Fossils entombed in amber provide exceptional and unique insights into the morphology and evolution of organisms that inhabited past forest ecosystems1. Amber, which is fossilised plant resin, of various geological ages can be found in several parts of the world, including the Baltic region of Europe, Alaska, Madagascar, Lebanon, the Dominican Republic, and Canada. Amber from Myanmar (formerly Burma) is particularly famous for preserving the remains of insects, plants, and reptiles that lived alongside the dinosaurs during the mid-Cretaceous, approximately 99 million years ago2. However, Myanmar amber has more recently gained international attention due to legal and ethical issues in the discovery, collection, trade, and research of this material3,4,5.
Myanmar has a rich palaeontological heritage, including fossils of the oldest representatives of anthropoid primates6. But by far the most popular fossil finds from the country are those in amber. Most amber is mined in the northern state of Kachin, with many fossils coming from the Hukawng Valley (Fig. 1), though amber is also mined from several other regions7,8. To the international palaeontological community, this region is highly productive in terms of amber fossils, but on the ground, it has endured armed conflict between the Kachin Independence Army (KIA) and the Myanmar government military forces, the Tatmadaw, since the 1960s, only two decades after the country gained independence from British rule in 1948. Both the KIA and the Myanmar military have funded their activities through profits from the mining industry for decades, through both legal and illegal routes9. The most recent attempt by the military to seize control of the amber mining areas in Kachin State from the KIA occurred in 2017, and soon after, a UN Human Rights Council fact-finding mission reported on the violations of international human rights law and international humanitarian law perpetrated by the military in these areas10. These events have led recent media reports to describe working on Myanmar amber as an ‘ethical minefield’, and to question the ‘human cost’ of working on this material3,4,11.
Several countries have legislation in place to protect fossils from being exported illegally or studied without the involvement of local researchers12. More generally, this kind of legislation protects against extractive research practices, often referred to collectively as ‘parachute science’ (or scientific colonialism), whereby researchers from higher income countries collect specimens or data from lower income countries without engaging with local researchers or communities13,14,15. While Myanmar has national laws and is a signatory of several international conventions that could apply to fossil material in amber (Table 1, Box 1), the domestic regulation of this material’s export has a major loophole16. Most of the amber mined in Kachin State is sent across the Chinese border to Tengchong, where it is sold in large markets to jewellers, private collectors, and palaeontologists4. Permanent export of fossil material from Myanmar is prohibited under the 2015 Protection and Preservation of Antique Objects Law. The 1970 UNESCO Convention on the Means of Prohibiting and Preventing the Illicit Import, Export and Transfer of Ownership of Cultural Property17, an international treaty that entered into force for Myanmar in 2013, also protects cultural property from illicit trafficking (Table 1). For this purpose, the Convention obligates states parties to pass and enforce domestic legislation. However, under the 2019 Myanmar Gemstone Law (and its previous versions) amber is classified as a gemstone and its export can be legal if accompanied with the appropriate paperwork (Table 1). Neither the antiquities law (2015 The Protection and Preservation of Antique Objects Law; Table 1) nor the gemstone law (2019 Myanmar Gem Law; Table 1) explicitly mention amber with fossil inclusions, leading to it falling within a legal grey zone, where the gemstone can in principle be legally exported (with accompanying documentation), but not its fossilised contents.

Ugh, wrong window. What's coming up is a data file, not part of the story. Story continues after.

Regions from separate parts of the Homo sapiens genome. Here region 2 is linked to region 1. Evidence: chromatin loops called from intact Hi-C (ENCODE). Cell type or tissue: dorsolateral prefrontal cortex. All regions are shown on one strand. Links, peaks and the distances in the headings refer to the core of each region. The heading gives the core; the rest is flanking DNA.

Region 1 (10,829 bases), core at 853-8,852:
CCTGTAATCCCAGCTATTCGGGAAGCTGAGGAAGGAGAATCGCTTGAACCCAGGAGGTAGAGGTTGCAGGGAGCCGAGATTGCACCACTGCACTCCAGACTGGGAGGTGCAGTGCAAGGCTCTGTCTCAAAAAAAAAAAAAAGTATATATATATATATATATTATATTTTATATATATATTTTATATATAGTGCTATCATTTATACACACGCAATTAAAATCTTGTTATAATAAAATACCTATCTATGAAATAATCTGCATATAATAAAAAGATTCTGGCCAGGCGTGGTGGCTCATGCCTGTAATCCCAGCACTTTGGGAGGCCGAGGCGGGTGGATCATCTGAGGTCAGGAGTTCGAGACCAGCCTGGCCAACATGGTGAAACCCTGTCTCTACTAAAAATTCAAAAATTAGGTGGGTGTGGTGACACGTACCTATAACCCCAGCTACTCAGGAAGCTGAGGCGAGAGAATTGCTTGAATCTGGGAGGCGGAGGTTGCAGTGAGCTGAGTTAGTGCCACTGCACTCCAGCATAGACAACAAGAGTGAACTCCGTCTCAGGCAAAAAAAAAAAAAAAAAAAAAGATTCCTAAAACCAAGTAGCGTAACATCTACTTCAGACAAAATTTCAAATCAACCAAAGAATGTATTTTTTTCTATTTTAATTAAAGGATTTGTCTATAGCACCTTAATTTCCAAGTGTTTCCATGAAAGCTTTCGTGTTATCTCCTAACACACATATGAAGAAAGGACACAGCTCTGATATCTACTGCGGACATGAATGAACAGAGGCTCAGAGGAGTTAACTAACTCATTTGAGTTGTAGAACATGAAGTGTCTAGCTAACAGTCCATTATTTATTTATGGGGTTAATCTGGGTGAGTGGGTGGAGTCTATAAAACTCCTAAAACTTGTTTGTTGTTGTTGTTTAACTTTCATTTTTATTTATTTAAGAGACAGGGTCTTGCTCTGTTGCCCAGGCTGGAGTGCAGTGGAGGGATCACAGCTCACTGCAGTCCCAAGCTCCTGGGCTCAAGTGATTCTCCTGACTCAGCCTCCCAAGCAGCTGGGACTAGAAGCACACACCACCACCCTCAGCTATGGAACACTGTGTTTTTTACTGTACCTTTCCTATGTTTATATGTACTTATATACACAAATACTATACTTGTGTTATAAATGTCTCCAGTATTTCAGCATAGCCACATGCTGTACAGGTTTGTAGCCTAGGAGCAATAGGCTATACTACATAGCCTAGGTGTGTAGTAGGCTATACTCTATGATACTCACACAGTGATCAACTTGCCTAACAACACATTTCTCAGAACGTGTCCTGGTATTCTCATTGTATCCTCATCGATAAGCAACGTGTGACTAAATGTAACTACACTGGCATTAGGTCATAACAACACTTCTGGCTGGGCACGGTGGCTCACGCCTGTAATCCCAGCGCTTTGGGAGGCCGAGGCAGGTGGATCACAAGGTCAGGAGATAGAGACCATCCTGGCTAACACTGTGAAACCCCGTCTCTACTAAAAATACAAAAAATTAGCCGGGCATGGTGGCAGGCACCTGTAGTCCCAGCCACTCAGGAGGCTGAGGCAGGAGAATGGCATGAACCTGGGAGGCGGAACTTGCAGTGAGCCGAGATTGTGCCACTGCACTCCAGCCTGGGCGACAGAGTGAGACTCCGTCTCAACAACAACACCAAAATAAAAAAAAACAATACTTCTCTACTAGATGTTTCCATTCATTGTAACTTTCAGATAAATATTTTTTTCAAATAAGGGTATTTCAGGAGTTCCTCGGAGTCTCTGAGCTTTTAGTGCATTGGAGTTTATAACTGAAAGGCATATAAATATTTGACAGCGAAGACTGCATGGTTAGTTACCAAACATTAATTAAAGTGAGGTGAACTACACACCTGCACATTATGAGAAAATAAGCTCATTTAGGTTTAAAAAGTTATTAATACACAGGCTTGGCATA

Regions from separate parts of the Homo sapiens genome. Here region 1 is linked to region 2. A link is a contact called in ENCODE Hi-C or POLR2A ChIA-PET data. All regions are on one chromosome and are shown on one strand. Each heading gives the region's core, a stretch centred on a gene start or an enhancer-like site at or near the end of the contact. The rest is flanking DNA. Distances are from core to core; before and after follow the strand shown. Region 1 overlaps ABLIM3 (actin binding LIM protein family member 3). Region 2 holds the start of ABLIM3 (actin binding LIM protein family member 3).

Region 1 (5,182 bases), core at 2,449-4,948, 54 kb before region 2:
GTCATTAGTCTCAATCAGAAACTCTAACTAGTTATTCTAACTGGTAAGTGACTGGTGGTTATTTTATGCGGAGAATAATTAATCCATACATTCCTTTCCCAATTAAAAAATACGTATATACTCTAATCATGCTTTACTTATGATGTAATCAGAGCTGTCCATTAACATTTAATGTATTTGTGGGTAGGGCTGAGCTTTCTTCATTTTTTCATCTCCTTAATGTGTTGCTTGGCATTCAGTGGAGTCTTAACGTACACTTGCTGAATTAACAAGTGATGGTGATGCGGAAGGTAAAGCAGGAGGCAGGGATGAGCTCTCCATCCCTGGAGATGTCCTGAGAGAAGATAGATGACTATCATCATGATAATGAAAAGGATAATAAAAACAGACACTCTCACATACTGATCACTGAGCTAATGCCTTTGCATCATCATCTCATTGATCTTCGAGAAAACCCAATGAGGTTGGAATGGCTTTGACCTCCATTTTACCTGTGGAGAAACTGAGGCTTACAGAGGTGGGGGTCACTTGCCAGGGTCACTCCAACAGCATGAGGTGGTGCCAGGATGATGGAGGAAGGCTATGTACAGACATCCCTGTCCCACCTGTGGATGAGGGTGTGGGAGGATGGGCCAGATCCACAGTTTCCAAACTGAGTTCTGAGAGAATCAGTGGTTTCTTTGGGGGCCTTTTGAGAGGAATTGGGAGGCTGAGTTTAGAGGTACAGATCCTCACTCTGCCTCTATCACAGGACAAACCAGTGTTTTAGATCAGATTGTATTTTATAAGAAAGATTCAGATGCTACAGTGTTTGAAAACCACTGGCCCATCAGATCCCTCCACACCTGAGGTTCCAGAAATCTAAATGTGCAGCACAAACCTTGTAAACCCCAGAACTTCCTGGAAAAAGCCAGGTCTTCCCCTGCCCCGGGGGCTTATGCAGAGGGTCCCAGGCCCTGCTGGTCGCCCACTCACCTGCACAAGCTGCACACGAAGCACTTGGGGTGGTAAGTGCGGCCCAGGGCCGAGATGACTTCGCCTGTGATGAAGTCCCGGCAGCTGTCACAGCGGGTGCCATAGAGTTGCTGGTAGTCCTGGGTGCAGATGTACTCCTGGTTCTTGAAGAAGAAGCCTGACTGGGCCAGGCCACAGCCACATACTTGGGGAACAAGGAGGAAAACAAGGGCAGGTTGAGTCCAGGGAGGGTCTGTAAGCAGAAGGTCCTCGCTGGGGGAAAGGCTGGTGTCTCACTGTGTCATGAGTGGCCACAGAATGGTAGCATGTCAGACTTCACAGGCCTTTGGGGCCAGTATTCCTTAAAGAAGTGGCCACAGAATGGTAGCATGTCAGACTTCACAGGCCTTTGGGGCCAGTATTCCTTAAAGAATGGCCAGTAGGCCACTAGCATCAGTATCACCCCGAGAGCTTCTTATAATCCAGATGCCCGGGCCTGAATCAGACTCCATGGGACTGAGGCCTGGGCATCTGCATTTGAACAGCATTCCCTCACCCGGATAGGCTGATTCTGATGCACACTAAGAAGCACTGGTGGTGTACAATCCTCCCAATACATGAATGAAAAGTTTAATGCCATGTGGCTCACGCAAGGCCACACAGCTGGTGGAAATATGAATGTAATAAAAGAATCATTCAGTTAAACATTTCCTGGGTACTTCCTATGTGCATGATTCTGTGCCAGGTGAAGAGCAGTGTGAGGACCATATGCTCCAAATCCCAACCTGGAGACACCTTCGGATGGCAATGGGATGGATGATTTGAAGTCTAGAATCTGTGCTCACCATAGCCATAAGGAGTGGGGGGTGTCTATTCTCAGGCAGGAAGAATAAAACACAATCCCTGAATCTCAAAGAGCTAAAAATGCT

Due to this seemingly complex legal and ethical situation, the palaeontological community has not yet united on a stance towards the issues surrounding Myanmar amber. In 2020, the Society of Vertebrate Paleontology (SVP) released a letter to editors of palaeontological journal editors, calling for a moratorium on publishing material in Myanmar amber, particularly that acquired after the military took control of the mines in 201718. Responses to these calls have been varied, with some journals declaring support for this move in the form of changes to their editorial policies19,20, while other palaeontologists have strongly disagreed21,22. In 2021, SVP released a second letter calling for a hard moratorium on the publication of fossil material in Myanmar amber obtained after the military coup earlier that year, as well as providing guidelines on researching amber material acquired before this date23.